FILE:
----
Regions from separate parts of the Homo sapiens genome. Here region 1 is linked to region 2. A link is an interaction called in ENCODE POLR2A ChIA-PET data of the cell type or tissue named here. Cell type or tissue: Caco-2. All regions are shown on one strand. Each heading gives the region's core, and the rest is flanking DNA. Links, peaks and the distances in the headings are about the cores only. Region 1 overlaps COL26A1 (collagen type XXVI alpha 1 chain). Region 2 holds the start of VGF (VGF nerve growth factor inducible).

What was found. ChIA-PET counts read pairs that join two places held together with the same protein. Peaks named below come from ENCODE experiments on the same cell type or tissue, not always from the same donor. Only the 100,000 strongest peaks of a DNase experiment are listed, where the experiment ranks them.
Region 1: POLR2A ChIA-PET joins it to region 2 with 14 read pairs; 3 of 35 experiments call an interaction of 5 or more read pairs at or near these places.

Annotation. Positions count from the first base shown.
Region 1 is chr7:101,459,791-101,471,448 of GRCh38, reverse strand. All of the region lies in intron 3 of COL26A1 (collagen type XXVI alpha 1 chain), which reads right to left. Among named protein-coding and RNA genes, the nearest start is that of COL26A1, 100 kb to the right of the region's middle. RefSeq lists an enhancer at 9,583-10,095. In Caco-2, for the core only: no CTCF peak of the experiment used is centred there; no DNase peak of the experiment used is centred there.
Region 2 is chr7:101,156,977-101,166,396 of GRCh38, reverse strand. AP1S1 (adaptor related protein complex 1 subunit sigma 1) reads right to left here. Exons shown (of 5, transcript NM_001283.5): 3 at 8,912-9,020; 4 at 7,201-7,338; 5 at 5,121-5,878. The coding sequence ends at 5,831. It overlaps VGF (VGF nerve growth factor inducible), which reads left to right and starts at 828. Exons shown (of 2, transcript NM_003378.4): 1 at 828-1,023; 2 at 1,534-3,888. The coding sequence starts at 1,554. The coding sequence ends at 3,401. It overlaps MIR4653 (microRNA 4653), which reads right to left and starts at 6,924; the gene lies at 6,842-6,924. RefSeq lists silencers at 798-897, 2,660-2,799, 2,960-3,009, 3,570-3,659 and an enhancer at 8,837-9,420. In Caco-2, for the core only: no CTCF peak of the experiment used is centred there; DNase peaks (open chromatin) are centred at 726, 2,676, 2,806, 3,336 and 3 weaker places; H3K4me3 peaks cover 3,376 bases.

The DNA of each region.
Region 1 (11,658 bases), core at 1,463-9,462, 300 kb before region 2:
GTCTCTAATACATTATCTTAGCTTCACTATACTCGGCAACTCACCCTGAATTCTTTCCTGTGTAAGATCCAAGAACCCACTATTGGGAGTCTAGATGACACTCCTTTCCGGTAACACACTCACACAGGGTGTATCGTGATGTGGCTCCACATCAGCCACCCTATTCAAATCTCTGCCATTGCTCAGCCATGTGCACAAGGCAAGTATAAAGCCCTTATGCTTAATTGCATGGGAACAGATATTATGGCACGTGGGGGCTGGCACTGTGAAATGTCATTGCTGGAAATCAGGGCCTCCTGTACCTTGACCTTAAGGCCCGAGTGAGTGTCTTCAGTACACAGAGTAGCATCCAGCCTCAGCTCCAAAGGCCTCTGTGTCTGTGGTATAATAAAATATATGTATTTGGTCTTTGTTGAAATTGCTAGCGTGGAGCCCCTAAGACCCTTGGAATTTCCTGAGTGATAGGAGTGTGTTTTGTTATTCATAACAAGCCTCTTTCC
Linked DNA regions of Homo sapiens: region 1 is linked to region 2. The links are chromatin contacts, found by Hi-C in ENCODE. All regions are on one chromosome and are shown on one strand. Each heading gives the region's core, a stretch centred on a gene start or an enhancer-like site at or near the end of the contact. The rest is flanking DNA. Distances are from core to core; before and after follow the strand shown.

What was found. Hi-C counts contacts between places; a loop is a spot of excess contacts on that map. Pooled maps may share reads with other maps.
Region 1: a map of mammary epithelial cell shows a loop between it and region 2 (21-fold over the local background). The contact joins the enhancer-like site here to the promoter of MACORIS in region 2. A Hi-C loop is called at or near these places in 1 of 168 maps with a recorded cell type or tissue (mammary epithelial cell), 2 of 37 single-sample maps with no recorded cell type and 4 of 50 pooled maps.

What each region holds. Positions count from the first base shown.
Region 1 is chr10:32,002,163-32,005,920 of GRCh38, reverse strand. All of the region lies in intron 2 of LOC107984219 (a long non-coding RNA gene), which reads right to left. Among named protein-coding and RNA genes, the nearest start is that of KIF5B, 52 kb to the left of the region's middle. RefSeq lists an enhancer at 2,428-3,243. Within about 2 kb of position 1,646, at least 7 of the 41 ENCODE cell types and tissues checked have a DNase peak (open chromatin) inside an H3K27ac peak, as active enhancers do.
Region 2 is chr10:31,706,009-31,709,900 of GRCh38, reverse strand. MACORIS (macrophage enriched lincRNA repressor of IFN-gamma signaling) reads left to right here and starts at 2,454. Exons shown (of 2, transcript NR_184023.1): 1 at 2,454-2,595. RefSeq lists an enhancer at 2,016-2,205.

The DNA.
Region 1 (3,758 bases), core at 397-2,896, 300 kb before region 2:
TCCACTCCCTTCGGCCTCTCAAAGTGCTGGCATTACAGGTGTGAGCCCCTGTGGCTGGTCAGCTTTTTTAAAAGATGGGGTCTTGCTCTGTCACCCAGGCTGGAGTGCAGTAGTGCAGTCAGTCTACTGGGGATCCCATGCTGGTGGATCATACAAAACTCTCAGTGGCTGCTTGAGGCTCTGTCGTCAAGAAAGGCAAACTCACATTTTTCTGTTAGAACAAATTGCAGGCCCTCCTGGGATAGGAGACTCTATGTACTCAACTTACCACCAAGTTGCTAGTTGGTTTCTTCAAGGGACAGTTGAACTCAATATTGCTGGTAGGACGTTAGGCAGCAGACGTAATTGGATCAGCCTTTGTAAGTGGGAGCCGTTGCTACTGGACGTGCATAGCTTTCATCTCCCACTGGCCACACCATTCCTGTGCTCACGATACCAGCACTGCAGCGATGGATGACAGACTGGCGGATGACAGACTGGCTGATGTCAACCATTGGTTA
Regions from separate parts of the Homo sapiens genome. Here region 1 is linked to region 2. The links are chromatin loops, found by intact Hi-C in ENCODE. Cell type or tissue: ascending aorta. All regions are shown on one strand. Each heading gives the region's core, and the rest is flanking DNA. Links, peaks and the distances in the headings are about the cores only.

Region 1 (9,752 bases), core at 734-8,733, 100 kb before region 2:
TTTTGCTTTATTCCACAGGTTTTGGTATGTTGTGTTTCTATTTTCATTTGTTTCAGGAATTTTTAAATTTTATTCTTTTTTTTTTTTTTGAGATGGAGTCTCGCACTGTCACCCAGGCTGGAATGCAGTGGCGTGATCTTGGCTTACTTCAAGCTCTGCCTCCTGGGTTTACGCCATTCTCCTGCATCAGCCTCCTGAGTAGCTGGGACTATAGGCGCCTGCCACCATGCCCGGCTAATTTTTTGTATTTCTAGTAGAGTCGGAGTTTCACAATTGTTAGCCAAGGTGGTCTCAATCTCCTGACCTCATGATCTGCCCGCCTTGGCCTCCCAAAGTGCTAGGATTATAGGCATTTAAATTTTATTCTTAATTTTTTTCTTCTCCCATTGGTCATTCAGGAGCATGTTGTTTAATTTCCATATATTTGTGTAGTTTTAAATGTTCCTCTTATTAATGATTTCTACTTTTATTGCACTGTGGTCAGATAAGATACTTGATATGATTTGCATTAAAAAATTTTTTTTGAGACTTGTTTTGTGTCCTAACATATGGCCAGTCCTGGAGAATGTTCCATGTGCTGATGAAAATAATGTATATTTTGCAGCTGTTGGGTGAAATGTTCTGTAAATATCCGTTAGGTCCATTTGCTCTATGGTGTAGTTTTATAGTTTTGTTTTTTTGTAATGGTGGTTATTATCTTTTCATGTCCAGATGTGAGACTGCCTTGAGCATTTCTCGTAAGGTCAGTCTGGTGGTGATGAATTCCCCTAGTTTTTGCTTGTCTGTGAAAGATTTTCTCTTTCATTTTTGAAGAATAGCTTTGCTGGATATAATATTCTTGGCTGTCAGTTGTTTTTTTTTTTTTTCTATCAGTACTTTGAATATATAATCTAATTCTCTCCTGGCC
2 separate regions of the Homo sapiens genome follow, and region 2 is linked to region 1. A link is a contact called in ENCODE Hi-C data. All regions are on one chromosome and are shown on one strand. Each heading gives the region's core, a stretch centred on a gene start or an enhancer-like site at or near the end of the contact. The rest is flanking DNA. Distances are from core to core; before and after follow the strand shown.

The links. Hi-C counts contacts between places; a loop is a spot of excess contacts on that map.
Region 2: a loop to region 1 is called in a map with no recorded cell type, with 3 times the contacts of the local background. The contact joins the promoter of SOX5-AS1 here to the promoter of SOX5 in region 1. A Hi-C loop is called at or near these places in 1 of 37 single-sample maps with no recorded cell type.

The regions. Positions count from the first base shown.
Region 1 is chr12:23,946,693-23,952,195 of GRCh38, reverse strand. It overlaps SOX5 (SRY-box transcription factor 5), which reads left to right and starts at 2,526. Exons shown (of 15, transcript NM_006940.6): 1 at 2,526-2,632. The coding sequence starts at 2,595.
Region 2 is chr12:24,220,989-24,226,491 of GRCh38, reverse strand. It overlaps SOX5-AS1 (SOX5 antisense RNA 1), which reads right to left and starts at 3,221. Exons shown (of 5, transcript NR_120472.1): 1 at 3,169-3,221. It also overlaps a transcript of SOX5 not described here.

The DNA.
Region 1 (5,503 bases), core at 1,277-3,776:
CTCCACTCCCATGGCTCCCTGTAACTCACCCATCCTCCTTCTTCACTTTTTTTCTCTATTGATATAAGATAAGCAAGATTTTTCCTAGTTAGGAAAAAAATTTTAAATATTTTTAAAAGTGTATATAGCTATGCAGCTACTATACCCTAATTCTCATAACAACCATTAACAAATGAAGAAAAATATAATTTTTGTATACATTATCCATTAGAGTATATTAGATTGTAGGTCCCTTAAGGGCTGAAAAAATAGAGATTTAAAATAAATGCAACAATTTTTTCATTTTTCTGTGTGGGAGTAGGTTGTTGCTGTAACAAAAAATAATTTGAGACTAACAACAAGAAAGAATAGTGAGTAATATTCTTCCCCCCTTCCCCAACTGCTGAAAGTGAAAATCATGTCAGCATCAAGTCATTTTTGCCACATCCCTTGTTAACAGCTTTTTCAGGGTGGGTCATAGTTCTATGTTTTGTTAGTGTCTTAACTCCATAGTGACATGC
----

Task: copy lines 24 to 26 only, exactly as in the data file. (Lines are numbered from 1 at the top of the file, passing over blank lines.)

Region 2: a loop to region 1 is called in a map with no recorded cell type, with 3 times the contacts of the local background. The contact joins the promoter of SOX5-AS1 here to the promoter of SOX5 in region 1. A Hi-C loop is called at or near these places in 1 of 37 single-sample maps with no recorded cell type.

The regions. Positions count from the first base shown.
Region 1 is chr12:23,946,693-23,952,195 of GRCh38, reverse strand. It overlaps SOX5 (SRY-box transcription factor 5), which reads left to right and starts at 2,526. Exons shown (of 15, transcript NM_006940.6): 1 at 2,526-2,632. The coding sequence starts at 2,595.